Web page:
Meningitis B vaccine launched in England: How many have had it?

Image copyright Ian Marsh, courtesy of Cancer Research UK Image caption Abi Marsh was four when she died of a rare brain tumour

Two-and-a-half years after the the vaccine against meningitis B was initially rolled out across England, more than 120,000 children have had the jab.

It is now available at no charge for every school in England and the roll-out is continuing to be rolled out.

Meningitis B strikes in people who have never been exposed to the bug, most commonly through dating.

It is a relatively rare infection but can be deadly if not treated.

It can cause tissue and brain damage, and the vaccine against it has been available in the UK since 2011.

It was offered free to adults and older children from the summer of 2016.

A sign promoting the pneumococcal vaccine on a primary school wall Image caption A warning pops up on a classroom wall informing parents of the vaccine

Since then it has been available at no cost to the NHS through Community B Vaccination Services (CBS).

Those vaccinated now have to pay for renewals once every two years.

That means some parents who paid for the vaccine at no cost to them will now have to have it as part of their childcare package – a cost that could be steep.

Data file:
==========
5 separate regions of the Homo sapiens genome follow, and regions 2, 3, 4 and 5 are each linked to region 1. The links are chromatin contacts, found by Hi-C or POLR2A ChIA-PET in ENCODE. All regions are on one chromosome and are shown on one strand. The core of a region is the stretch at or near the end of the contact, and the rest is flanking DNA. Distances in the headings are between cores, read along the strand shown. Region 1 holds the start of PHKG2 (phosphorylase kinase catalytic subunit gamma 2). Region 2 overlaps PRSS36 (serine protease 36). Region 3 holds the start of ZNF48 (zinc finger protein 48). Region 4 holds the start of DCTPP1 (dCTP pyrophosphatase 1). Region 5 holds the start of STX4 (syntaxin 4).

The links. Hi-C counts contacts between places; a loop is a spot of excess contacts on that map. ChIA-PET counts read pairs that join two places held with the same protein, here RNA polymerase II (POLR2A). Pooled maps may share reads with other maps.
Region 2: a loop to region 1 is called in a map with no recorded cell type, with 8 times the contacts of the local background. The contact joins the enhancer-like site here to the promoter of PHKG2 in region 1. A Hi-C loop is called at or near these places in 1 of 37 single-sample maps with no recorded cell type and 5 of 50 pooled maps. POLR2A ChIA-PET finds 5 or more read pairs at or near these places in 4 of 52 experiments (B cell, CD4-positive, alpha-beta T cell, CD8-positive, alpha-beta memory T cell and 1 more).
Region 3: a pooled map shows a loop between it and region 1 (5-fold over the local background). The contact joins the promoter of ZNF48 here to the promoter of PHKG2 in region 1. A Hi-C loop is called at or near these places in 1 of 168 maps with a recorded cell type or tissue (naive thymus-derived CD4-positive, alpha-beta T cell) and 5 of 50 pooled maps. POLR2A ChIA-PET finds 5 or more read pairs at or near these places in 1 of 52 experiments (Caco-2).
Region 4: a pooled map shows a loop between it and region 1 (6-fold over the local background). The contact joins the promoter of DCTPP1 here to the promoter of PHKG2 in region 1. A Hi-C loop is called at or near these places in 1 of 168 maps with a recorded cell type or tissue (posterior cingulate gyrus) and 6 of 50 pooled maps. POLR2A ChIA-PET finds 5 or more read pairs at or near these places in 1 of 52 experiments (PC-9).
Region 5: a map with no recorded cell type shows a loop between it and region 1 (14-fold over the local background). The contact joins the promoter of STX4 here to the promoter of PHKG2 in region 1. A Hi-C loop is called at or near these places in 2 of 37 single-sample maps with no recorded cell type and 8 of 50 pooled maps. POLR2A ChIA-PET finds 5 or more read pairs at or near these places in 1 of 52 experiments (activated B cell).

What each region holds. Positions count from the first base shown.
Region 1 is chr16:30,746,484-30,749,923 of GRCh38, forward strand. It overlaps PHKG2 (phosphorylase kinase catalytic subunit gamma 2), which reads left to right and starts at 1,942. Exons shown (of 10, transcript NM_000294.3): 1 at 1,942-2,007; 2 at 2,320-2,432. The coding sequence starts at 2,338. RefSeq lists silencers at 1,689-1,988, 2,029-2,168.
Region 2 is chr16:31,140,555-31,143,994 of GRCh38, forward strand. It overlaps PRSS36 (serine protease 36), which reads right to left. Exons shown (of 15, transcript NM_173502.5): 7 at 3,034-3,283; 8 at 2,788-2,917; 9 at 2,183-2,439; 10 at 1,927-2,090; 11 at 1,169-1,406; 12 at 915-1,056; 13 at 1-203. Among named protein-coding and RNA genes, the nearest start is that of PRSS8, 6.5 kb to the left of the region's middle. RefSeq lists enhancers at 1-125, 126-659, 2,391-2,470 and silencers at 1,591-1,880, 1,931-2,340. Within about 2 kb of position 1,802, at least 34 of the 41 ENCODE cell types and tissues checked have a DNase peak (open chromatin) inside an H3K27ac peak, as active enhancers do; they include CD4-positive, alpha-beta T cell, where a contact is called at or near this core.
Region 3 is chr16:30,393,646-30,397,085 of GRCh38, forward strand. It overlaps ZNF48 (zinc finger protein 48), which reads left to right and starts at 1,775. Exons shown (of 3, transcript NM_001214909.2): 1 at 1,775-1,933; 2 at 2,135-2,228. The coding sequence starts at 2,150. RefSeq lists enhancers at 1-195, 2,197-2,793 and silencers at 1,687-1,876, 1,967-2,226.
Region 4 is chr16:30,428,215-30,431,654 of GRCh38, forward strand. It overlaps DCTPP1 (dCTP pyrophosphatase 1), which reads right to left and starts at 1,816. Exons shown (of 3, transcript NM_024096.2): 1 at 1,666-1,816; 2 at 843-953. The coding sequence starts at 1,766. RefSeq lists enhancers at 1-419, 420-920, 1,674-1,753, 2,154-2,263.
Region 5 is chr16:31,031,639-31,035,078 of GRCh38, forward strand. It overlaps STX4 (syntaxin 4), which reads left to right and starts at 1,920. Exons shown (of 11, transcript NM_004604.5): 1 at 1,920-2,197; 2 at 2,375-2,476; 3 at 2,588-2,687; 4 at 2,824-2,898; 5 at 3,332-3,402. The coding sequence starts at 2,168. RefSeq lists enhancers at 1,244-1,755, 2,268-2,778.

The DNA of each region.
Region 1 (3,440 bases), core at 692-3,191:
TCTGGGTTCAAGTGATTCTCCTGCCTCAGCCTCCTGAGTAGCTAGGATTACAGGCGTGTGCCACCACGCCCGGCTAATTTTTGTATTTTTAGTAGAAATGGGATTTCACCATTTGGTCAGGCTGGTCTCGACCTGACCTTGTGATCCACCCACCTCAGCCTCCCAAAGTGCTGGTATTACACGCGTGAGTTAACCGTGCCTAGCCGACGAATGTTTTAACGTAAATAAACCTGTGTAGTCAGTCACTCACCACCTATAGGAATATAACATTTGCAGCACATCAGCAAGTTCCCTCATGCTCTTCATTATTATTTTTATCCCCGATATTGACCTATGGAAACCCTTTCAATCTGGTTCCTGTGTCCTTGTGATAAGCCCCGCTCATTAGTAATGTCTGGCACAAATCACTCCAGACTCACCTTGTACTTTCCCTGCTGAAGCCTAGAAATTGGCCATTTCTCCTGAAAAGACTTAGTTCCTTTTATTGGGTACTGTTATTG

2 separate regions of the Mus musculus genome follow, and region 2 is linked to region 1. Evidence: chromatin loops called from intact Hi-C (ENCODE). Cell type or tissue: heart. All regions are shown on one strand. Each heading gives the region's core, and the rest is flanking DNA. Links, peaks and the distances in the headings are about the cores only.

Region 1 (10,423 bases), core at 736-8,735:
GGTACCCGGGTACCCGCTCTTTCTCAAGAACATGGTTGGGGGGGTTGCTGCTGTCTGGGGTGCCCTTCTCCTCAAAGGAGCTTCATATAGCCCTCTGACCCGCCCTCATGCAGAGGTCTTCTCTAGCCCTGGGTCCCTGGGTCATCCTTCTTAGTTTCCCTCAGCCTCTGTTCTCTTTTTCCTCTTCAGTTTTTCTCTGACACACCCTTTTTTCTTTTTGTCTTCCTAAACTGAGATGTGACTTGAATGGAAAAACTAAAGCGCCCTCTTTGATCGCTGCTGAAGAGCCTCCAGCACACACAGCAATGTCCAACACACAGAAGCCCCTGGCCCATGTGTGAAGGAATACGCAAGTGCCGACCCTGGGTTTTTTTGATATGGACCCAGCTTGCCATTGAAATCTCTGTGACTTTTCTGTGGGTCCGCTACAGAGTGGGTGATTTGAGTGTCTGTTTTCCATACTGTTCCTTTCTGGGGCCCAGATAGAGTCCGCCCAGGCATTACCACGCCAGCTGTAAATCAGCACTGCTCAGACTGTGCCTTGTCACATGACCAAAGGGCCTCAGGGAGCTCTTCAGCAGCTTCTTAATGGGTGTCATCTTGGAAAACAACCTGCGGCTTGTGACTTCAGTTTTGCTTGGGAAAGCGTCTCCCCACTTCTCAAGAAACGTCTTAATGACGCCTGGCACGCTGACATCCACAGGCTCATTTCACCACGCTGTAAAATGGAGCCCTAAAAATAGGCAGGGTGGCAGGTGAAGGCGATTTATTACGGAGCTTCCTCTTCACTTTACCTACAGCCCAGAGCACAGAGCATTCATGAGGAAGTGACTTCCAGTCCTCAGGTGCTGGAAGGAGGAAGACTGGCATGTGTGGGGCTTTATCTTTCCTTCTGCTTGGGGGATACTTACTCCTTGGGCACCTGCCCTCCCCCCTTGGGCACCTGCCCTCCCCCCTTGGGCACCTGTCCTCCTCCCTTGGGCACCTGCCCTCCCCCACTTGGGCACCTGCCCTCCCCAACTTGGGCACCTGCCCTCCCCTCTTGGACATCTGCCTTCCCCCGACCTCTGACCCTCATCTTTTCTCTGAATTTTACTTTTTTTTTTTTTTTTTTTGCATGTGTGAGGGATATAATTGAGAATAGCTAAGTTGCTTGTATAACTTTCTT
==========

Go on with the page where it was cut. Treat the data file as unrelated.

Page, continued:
Julia Redfern from CAMHS Manchester NHS Foundation Trust has been working on the roll-out of the Pneumococcal (MenB) vaccine.

She said: “It is still early days. When we started two years ago, there were just 79 places.

“But since then we have added 120,000.

“There are 50,000 youngsters who now have the vaccination and in September 2018, we reached 125,000 kids.

“It’s taken time to get to this number. But it’s been a significant milestone.

“It’s difficult for parents to make long-term plans with money.

“We don’t know how the vaccine will be priced in the future, but there has been an overwhelming need for this vaccine.”

She continued: “The children who were here at the start of the roll-out were missing out – they are old enough to become eligible.

“A lot of them missed out because of early decisions that they were aged 13-15. It makes it harder.

“But we also have to balance the future needs of a boy or girl from the day they are born with having a person who is missing out who is younger.”

After the first round of roll-out, there were worries from health professionals that children and young people who were already over the age of consent would not get the vaccine.

But anyone under 18 could have the vaccine with parental consent.

The scale of the roll-out on the first stage allowed areas to adjust and take risks on things like who had the vaccine.

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